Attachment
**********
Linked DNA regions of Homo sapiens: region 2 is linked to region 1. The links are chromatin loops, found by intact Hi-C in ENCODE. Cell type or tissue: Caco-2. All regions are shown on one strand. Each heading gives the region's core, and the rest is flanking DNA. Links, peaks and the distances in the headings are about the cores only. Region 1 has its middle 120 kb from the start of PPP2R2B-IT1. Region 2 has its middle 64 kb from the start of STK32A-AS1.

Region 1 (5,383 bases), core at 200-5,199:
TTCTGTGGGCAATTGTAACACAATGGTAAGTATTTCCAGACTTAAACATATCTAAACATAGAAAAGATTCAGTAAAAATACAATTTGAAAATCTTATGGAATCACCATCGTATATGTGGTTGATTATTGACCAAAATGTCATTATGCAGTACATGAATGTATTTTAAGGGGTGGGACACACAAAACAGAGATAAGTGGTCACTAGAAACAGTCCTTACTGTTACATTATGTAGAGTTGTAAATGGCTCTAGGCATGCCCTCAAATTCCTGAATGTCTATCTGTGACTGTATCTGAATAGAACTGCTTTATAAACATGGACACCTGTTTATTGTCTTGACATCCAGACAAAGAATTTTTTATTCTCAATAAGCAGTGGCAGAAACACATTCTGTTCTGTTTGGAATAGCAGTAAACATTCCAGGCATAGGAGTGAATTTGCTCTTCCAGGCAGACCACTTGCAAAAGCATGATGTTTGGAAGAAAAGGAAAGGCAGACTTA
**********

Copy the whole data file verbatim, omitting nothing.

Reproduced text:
Linked DNA regions of Homo sapiens: region 2 is linked to region 1. The links are chromatin loops, found by intact Hi-C in ENCODE. Cell type or tissue: Caco-2. All regions are shown on one strand. Each heading gives the region's core, and the rest is flanking DNA. Links, peaks and the distances in the headings are about the cores only. Region 1 has its middle 120 kb from the start of PPP2R2B-IT1. Region 2 has its middle 64 kb from the start of STK32A-AS1.

Region 1 (5,383 bases), core at 200-5,199:
TTCTGTGGGCAATTGTAACACAATGGTAAGTATTTCCAGACTTAAACATATCTAAACATAGAAAAGATTCAGTAAAAATACAATTTGAAAATCTTATGGAATCACCATCGTATATGTGGTTGATTATTGACCAAAATGTCATTATGCAGTACATGAATGTATTTTAAGGGGTGGGACACACAAAACAGAGATAAGTGGTCACTAGAAACAGTCCTTACTGTTACATTATGTAGAGTTGTAAATGGCTCTAGGCATGCCCTCAAATTCCTGAATGTCTATCTGTGACTGTATCTGAATAGAACTGCTTTATAAACATGGACACCTGTTTATTGTCTTGACATCCAGACAAAGAATTTTTTATTCTCAATAAGCAGTGGCAGAAACACATTCTGTTCTGTTTGGAATAGCAGTAAACATTCCAGGCATAGGAGTGAATTTGCTCTTCCAGGCAGACCACTTGCAAAAGCATGATGTTTGGAAGAAAAGGAAAGGCAGACTTA